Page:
Landing an Academy Award is usually a moment someone will remember for the rest of his or her life. As "American Hustle" producer Richard Suckle noted this morning, he's been instructed to "take it all in and enjoy the moment." Because, unless you're Scott Rudin, this doesn't happen often.
It's always inevitable that the Academy will end up snubbing a deserving nominee in one category or another, but one big snub this year was Sarah Polley's "Stories We Tell" in the feature documentary category. "Stories" won both the NYFCC and LAFCC best documentary honors and was a fixture on many critics' end-of-year top 10 lists. It was almost seen as a lock to make the cut, but appears to have been pushed out by either "Dirty Wars" or "Cutie and the Boxer." Leave it to the always classy Polley to send out a tweet flipping the narrative and heaping praise on one of the actual nominees, Joshua Oppenheimer for "The Act of Killing."
"American Hustle" and "Gravity" lead the nominees for the 86th Academy Awards, with nominations in 10 categories. "12 Years a Slave" is right on their heels with nine nods, while six other films made the Best Picture lineup. Full list of nominations below.
If it's January that means Sundance is once again upon us and the Park City institution appears ready to make some noise in what has become a very busy month for entertainment fans. Before the festival begins, much of the publicity and hype usually centers on the star-driven films in the U.S. Dramatic Competition and Premieres categories, but by the time Saturday rolls around it's a jaw-dropping documentary or unexpected surprise ("Beasts of the Southern Wild," "Little Miss Sunshine") that really have people talking and have film lovers wondering when these titles will find their way to a theater in their hometown. It's a recurring scenario that has made Sundance America's premiere and, arguably, most important film festival.
Unless this is your first visit to HitFix (and if so, welcome), you might have noticed some branding on the site over the past few days touting the "Entertainment Avalanche 2014." And if you're wondering, "What the heck is that?" Well, you're in the middle of it and it's only going to get crazier over the next week.
BEVERLY HILLS - There was a roar of cheers when Steve McQueen entered the FOX/Fox Searchlight Golden Globes party Sunday night. I know because I was standing right behind McQueen and his cast as they tried to walk into the packed Globes after party. The "12 Years a Slave" win for Best Picture - Drama and the surprising wins for FOX's "Brooklyn Nine-Nine" Andy Samberg in the TV Series - Comedy or Musical categories made it (initially) the place to be.
The day before the Golden Globes has always been packed full of industry events and pre-show parties. 2014 was no different, especially if you were anywhere near Doheny Drive in Beverly Hills or West Hollywood.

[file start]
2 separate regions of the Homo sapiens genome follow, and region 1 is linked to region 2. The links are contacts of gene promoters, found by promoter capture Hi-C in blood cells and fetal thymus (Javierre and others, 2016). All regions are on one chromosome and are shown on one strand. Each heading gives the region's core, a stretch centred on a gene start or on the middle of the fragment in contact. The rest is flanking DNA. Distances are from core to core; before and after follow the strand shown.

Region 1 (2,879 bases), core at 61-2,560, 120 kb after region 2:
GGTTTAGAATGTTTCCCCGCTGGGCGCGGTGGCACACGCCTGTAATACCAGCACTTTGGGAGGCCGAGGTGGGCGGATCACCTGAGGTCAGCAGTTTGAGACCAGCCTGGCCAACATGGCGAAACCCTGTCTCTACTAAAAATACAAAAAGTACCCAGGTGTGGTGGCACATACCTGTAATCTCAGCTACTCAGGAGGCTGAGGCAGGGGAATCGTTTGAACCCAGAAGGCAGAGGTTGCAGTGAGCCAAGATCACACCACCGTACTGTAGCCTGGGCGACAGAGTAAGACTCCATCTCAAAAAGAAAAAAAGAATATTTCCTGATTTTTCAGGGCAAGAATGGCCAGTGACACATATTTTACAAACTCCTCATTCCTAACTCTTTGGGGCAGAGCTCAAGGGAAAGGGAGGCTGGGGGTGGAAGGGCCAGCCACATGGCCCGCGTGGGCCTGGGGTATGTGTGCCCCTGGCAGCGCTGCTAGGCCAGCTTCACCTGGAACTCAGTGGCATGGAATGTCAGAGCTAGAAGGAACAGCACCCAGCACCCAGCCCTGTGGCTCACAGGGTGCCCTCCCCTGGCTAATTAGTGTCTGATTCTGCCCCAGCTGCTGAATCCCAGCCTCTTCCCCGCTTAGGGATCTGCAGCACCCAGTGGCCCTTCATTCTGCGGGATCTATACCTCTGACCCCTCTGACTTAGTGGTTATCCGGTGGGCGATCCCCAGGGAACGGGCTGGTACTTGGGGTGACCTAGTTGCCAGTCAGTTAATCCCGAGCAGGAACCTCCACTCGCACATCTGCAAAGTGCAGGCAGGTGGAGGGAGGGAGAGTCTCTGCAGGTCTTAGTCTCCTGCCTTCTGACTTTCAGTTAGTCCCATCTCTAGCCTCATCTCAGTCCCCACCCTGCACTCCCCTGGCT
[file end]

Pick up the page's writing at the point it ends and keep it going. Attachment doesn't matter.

The ballots have been cast. Voting is over (for the moment). There is nothing any pundit, actor, director, studio head or awards season sweet talker can do to affect the nominees for the 86th Academy Awards. It's done. Now, all anyone in the game can do is wait. And maybe try to shake off their nervousness with a few drinks over this busy event weekend.
HOLLYWOOD - Academy members may have already submitted their ballots to determine this year's Oscar nominations, but determining the industry's guild winners is coming down to the wire. That was just one reason why Warner Bros. hosted an IMAX screening of Alfonso Cuarón's "Gravity" with an impressive Q&A afterward at the Chinese Theater Thursday night for all of the major guilds. And if it ends up rubbing off on some Academy members in attendance down the road, that won't hurt either.
NEW YORK - I'm somewhat torn as to whether to communicate just how awkward my interview with Joaquin Phoenix and Amy Adams was for Spike Jonze's masterful "Her" last month. Our video editing team did a wonderful job of making it seem less so, but let's just say that Mr. Phoenix lived up to his well deserved reputation. It's one reason you hear a lot more from the wonderfully charming Ms. Adams in the interview embedded at the top of the post than the movie's leading man. Granted, we were able to discuss a bit about Jonze's vision of a future Los Angeles and the changes to the project through production, but it certainly wasn't what I'd hoped for when I walked in the interview room. Certainly not for a film that ended up at no. 9 on my top ten list of 2013.